Not lost on us

Overdue TV series examines plight of missing African-Americans

We don’t know how the national media decide on which missing persons cases to latch onto and obsess about. It seems pretty arbitrary and scattershot – as in, no one has a plan.


But we have noticed, as have many others around the country, that the major media – which think themselves enlightened and way above average in racial sensitivity – focus almost exclusively on missing white women. If you’re blonde, all the better.

One program is aiming to make up for that: Find Our Missing, a 10-part series on missing African-Americans that began airing Wednesday on cable network TV One in conjunction with the Black and Missing Foundation.

“African-Americans represent 12.6 percent of the U.S. population, but 33 percent of its missing people, according to 2010 Census and FBI statistics,” says a report on “You would never know it from news stories about missing people that focus almost exclusively on young, white women.”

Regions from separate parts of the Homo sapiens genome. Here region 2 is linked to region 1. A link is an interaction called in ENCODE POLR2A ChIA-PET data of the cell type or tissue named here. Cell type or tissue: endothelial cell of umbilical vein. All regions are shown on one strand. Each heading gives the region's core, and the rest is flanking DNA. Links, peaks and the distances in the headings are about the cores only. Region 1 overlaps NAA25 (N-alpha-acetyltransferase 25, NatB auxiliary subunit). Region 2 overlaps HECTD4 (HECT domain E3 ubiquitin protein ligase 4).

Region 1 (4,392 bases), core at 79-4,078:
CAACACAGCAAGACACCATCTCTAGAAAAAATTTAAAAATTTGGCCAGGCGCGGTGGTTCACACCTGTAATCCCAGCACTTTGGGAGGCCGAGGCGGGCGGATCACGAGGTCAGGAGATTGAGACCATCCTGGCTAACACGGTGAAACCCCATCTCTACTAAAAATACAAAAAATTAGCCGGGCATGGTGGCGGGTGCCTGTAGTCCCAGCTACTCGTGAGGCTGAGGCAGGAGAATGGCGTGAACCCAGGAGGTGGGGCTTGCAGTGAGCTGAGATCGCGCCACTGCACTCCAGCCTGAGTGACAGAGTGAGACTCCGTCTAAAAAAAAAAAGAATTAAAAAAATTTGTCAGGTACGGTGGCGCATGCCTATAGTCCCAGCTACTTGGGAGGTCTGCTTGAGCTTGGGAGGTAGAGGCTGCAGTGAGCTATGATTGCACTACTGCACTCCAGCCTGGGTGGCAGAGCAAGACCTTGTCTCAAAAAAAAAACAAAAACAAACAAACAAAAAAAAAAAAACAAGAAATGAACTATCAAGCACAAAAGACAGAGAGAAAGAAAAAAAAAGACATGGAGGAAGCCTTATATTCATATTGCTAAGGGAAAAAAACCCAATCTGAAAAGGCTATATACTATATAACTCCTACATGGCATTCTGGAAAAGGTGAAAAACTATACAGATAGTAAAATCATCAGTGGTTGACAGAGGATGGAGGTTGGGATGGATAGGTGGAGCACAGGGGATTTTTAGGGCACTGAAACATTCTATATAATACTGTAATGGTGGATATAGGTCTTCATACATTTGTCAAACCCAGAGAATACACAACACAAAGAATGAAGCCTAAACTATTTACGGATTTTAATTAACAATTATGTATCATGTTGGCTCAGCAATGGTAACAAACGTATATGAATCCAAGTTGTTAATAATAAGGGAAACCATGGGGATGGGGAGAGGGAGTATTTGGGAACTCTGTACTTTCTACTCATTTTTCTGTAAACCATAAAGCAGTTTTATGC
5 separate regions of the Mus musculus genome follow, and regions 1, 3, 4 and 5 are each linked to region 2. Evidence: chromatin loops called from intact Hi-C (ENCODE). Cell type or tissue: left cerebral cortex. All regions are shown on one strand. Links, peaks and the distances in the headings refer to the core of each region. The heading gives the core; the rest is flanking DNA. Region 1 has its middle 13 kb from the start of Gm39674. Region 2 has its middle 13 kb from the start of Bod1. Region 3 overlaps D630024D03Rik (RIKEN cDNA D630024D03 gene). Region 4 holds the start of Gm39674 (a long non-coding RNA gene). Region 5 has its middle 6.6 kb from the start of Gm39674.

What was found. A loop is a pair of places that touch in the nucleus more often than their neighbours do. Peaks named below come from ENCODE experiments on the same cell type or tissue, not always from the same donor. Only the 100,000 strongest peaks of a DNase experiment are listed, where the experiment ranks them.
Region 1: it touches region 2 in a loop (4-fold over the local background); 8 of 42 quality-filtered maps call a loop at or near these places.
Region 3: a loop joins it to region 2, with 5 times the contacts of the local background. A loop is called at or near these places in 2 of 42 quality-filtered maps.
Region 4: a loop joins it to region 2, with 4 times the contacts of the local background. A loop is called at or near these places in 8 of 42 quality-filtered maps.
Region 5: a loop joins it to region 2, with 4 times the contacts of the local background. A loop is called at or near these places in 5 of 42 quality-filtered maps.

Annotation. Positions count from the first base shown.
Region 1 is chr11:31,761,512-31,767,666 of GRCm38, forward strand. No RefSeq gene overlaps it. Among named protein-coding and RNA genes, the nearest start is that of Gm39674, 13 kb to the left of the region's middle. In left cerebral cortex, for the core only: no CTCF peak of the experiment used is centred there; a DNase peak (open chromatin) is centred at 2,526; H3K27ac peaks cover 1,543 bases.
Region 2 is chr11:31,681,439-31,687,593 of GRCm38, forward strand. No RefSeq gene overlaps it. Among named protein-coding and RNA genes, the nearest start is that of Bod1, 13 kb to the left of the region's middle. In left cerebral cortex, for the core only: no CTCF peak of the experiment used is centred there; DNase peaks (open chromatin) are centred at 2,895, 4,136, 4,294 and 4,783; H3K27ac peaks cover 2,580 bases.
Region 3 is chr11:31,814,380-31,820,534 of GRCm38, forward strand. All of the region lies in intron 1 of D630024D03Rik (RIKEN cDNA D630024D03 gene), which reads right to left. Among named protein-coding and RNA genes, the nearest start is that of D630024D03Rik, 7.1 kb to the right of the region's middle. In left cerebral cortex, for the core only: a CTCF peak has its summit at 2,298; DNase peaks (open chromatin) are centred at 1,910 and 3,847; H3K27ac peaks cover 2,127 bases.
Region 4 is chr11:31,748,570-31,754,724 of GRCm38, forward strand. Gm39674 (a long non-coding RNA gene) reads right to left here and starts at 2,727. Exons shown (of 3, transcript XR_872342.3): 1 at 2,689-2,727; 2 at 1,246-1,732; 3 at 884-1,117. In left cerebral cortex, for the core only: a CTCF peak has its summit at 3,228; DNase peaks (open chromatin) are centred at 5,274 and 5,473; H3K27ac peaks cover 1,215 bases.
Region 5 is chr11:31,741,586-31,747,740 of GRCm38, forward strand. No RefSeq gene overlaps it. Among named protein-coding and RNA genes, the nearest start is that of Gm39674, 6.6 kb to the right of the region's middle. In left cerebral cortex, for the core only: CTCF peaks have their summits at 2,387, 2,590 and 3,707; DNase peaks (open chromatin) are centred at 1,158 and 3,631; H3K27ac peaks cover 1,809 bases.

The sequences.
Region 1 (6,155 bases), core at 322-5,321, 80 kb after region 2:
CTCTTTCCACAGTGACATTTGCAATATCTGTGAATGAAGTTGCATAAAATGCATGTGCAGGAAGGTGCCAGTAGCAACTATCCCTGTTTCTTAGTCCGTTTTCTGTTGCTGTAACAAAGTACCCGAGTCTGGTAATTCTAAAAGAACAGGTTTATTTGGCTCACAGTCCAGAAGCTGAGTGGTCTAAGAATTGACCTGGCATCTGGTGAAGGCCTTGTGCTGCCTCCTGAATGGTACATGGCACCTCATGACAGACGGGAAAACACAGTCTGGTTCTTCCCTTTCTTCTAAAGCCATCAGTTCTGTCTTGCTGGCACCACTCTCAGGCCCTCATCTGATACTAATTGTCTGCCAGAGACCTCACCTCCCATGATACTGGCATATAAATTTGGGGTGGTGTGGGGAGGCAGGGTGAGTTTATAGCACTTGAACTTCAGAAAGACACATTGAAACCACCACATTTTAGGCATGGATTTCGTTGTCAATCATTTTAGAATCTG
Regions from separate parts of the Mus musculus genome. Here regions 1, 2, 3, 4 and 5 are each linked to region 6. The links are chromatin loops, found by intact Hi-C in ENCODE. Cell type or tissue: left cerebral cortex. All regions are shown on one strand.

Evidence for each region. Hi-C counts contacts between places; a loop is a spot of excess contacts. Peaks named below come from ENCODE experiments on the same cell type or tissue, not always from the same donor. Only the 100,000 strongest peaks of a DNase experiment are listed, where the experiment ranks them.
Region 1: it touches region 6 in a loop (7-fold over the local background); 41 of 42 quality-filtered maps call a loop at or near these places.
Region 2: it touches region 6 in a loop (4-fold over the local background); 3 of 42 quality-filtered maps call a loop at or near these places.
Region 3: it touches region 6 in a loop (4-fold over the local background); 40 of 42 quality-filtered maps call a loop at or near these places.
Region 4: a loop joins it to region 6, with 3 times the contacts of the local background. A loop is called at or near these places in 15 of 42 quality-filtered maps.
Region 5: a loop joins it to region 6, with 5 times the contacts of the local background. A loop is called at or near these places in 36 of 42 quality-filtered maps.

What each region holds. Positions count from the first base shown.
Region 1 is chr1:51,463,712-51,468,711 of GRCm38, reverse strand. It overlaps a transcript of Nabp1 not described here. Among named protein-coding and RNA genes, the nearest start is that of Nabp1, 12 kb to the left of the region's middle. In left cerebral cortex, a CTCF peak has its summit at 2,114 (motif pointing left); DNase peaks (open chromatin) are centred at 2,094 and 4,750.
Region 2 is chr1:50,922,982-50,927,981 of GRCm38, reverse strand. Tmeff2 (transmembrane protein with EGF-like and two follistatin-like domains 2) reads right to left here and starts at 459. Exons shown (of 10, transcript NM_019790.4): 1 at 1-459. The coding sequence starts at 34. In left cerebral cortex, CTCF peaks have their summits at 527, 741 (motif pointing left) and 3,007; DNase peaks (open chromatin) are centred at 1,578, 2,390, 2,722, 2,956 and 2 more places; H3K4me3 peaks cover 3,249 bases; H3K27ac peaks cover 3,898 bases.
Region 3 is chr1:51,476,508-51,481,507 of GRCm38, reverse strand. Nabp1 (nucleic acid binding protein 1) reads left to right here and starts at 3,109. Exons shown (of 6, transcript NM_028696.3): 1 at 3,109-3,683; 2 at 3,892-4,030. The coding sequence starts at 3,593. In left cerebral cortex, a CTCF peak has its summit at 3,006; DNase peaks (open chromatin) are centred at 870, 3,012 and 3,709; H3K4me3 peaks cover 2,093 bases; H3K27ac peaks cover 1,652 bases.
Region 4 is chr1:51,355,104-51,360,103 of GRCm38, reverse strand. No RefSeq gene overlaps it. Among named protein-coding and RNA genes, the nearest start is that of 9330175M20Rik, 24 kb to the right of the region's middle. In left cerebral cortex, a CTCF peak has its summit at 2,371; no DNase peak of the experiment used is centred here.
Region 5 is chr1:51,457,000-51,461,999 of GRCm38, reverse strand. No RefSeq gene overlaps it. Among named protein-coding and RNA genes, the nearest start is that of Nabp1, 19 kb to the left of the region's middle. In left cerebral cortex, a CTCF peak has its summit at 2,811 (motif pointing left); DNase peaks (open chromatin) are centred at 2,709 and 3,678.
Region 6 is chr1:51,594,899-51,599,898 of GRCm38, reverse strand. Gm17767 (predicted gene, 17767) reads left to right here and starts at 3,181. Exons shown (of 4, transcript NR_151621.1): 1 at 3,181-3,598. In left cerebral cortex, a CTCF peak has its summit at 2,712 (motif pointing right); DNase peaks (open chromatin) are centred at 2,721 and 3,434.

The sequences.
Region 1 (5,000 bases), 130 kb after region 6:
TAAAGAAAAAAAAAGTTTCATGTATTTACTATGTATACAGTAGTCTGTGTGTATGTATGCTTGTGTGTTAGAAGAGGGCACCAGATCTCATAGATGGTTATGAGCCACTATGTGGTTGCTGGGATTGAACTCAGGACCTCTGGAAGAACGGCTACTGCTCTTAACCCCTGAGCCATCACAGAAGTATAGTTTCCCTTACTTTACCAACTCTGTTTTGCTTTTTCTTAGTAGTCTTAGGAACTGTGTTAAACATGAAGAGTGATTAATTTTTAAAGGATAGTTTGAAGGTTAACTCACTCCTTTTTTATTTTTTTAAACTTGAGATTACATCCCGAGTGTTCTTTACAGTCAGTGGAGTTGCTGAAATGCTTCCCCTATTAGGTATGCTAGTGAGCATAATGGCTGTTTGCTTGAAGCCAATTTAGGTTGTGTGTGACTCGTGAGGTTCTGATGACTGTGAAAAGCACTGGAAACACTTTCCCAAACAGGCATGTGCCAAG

Derrick Butler, whose sister Pamela disappeared around Valentine’s Day in 2009, said the show could serve several purposes at once.

“Hopefully someone will come forward who saw something,” he said. “But if not … it gets the story out and it lets people know that we’re not getting coverage. And hopefully somebody else’s family will be helped by it. Maybe the mass media will look at it and say, ‘We can do a much better job than what we’re doing here.’”

The unfortunate message sent by the media’s apparent obsession with missing white women is that some lives are more valuable than others. Tell that to the Derrick Butlers of the world.

In addition, solving such cases sometimes
hinges on getting the word out.

The black community shouldn’t have to start
its own show – on a network aimed at blacks – to get the correct message out: that every one of God’s children is a treasured part of the kingdom and an integral part of the lives of relatives and friends and the greater community. But we’re glad that the story is at least being told somewhere. Finally.

It’s bad enough that someone has gone missing. Their plight shouldn’t be lost on the rest of society, and certainly not because of race.



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